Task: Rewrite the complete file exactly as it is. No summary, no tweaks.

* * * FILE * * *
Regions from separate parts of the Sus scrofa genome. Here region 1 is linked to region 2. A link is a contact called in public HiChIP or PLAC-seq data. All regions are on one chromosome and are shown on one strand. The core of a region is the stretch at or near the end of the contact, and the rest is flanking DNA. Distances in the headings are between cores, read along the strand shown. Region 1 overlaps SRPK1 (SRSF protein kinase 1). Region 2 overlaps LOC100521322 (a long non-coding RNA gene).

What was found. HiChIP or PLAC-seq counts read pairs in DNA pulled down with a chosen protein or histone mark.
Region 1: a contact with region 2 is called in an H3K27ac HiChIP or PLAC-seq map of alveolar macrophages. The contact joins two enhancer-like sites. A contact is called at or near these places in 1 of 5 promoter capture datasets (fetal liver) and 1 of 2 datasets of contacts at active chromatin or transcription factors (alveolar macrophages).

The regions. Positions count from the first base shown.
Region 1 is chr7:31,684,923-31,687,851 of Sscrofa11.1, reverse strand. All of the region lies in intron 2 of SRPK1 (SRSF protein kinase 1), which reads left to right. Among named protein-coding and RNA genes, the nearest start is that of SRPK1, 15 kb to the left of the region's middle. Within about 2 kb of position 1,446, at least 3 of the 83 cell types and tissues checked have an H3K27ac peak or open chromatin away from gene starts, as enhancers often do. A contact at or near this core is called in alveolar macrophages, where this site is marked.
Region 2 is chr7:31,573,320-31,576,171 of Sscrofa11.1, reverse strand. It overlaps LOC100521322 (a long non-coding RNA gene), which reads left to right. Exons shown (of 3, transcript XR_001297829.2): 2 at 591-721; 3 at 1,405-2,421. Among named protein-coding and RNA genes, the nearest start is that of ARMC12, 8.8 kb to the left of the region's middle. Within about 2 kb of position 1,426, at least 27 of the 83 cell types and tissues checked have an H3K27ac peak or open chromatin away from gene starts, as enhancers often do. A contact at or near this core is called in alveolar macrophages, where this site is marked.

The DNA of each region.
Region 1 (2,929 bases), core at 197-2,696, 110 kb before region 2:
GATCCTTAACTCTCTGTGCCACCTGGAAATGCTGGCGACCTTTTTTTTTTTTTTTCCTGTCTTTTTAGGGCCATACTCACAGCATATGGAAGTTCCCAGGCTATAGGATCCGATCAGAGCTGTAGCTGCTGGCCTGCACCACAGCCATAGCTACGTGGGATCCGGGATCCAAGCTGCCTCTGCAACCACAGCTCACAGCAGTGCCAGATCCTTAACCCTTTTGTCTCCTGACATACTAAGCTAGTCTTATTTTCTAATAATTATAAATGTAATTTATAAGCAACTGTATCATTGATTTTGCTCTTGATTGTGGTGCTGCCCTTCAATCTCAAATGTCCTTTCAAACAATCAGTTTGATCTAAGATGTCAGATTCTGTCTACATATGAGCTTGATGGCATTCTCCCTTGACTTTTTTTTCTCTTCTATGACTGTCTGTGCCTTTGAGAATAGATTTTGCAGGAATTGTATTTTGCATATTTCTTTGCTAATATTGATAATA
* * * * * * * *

Regions from separate parts of the Sus scrofa genome. Here region 1 is linked to region 2. A link is a contact called in public HiChIP or PLAC-seq data. All regions are on one chromosome and are shown on one strand. The core of a region is the stretch at or near the end of the contact, and the rest is flanking DNA. Distances in the headings are between cores, read along the strand shown. Region 1 overlaps SRPK1 (SRSF protein kinase 1). Region 2 overlaps LOC100521322 (a long non-coding RNA gene).

What was found. HiChIP or PLAC-seq counts read pairs in DNA pulled down with a chosen protein or histone mark.
Region 1: a contact with region 2 is called in an H3K27ac HiChIP or PLAC-seq map of alveolar macrophages. The contact joins two enhancer-like sites. A contact is called at or near these places in 1 of 5 promoter capture datasets (fetal liver) and 1 of 2 datasets of contacts at active chromatin or transcription factors (alveolar macrophages).

The regions. Positions count from the first base shown.
Region 1 is chr7:31,684,923-31,687,851 of Sscrofa11.1, reverse strand. All of the region lies in intron 2 of SRPK1 (SRSF protein kinase 1), which reads left to right. Among named protein-coding and RNA genes, the nearest start is that of SRPK1, 15 kb to the left of the region's middle. Within about 2 kb of position 1,446, at least 3 of the 83 cell types and tissues checked have an H3K27ac peak or open chromatin away from gene starts, as enhancers often do. A contact at or near this core is called in alveolar macrophages, where this site is marked.
Region 2 is chr7:31,573,320-31,576,171 of Sscrofa11.1, reverse strand. It overlaps LOC100521322 (a long non-coding RNA gene), which reads left to right. Exons shown (of 3, transcript XR_001297829.2): 2 at 591-721; 3 at 1,405-2,421. Among named protein-coding and RNA genes, the nearest start is that of ARMC12, 8.8 kb to the left of the region's middle. Within about 2 kb of position 1,426, at least 27 of the 83 cell types and tissues checked have an H3K27ac peak or open chromatin away from gene starts, as enhancers often do. A contact at or near this core is called in alveolar macrophages, where this site is marked.

The DNA of each region.
Region 1 (2,929 bases), core at 197-2,696, 110 kb before region 2:
GATCCTTAACTCTCTGTGCCACCTGGAAATGCTGGCGACCTTTTTTTTTTTTTTTCCTGTCTTTTTAGGGCCATACTCACAGCATATGGAAGTTCCCAGGCTATAGGATCCGATCAGAGCTGTAGCTGCTGGCCTGCACCACAGCCATAGCTACGTGGGATCCGGGATCCAAGCTGCCTCTGCAACCACAGCTCACAGCAGTGCCAGATCCTTAACCCTTTTGTCTCCTGACATACTAAGCTAGTCTTATTTTCTAATAATTATAAATGTAATTTATAAGCAACTGTATCATTGATTTTGCTCTTGATTGTGGTGCTGCCCTTCAATCTCAAATGTCCTTTCAAACAATCAGTTTGATCTAAGATGTCAGATTCTGTCTACATATGAGCTTGATGGCATTCTCCCTTGACTTTTTTTTCTCTTCTATGACTGTCTGTGCCTTTGAGAATAGATTTTGCAGGAATTGTATTTTGCATATTTCTTTGCTAATATTGATAATA